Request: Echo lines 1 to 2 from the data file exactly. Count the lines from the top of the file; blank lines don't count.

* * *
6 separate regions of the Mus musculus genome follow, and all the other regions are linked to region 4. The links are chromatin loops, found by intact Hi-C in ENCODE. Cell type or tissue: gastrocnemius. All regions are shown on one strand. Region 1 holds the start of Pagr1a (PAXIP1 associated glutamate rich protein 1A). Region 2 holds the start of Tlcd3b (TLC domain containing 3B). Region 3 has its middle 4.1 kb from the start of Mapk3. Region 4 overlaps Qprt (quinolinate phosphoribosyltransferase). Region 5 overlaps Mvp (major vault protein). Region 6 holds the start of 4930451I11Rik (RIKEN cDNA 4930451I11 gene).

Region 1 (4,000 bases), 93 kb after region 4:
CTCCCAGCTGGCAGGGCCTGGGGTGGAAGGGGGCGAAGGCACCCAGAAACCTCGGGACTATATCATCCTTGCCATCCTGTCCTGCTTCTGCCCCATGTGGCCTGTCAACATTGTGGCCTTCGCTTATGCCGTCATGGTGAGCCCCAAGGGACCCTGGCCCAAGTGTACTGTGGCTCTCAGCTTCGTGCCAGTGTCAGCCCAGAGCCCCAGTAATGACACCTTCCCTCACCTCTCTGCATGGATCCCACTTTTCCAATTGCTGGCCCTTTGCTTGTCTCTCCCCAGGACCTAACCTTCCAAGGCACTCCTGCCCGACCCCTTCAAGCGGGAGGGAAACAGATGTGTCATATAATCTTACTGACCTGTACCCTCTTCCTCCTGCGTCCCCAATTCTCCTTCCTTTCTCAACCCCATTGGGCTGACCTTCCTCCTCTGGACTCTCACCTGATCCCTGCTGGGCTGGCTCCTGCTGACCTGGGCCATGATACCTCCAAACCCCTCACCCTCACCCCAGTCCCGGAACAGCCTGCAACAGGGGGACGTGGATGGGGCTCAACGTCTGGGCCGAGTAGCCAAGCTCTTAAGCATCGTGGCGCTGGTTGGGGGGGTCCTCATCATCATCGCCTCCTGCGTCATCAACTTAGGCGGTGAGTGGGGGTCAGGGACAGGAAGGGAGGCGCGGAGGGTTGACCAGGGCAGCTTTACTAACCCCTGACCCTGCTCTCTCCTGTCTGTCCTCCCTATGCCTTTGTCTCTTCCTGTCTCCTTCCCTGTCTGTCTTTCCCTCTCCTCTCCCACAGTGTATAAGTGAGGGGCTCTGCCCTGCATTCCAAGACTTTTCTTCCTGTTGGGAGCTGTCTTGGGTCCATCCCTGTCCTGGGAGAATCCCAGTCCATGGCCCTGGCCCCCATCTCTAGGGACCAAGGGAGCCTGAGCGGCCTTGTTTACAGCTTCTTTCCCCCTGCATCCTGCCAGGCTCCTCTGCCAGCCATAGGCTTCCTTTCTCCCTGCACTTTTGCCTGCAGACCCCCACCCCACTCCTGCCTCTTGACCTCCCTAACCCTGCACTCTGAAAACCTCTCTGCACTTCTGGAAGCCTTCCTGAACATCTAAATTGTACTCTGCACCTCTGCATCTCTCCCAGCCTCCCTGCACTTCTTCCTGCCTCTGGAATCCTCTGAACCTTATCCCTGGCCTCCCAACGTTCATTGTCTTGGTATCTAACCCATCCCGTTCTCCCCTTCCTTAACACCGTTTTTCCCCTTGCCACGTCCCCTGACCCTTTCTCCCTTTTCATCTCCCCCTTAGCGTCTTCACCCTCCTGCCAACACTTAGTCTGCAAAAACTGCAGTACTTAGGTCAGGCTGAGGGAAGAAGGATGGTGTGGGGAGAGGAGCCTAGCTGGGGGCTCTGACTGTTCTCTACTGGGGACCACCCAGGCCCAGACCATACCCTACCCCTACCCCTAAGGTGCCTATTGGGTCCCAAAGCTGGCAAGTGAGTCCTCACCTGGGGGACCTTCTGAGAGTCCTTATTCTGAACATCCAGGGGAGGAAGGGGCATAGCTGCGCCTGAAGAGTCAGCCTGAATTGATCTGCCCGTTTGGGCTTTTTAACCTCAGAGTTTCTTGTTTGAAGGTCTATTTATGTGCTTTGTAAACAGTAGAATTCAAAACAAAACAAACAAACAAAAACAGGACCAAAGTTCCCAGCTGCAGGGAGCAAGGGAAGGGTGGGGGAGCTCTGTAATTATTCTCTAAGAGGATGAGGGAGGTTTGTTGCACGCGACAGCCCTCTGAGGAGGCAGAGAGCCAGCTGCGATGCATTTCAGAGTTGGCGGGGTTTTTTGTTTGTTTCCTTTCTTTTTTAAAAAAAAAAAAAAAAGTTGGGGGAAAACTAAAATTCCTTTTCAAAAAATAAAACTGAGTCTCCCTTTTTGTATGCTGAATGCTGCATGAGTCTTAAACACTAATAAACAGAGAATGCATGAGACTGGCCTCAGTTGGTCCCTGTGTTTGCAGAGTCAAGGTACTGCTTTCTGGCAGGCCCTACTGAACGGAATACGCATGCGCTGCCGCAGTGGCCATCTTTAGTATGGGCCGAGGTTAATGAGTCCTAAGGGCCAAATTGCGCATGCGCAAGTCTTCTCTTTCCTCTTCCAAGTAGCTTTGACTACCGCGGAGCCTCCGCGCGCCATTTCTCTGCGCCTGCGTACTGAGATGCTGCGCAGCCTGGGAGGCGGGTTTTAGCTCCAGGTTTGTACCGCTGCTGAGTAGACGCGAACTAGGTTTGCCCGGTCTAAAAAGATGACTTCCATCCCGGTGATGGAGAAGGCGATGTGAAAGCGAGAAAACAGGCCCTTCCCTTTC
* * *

6 separate regions of the Mus musculus genome follow, and all the other regions are linked to region 4. The links are chromatin loops, found by intact Hi-C in ENCODE. Cell type or tissue: gastrocnemius. All regions are shown on one strand. Region 1 holds the start of Pagr1a (PAXIP1 associated glutamate rich protein 1A). Region 2 holds the start of Tlcd3b (TLC domain containing 3B). Region 3 has its middle 4.1 kb from the start of Mapk3. Region 4 overlaps Qprt (quinolinate phosphoribosyltransferase). Region 5 overlaps Mvp (major vault protein). Region 6 holds the start of 4930451I11Rik (RIKEN cDNA 4930451I11 gene).

Region 1 (4,000 bases), 93 kb after region 4: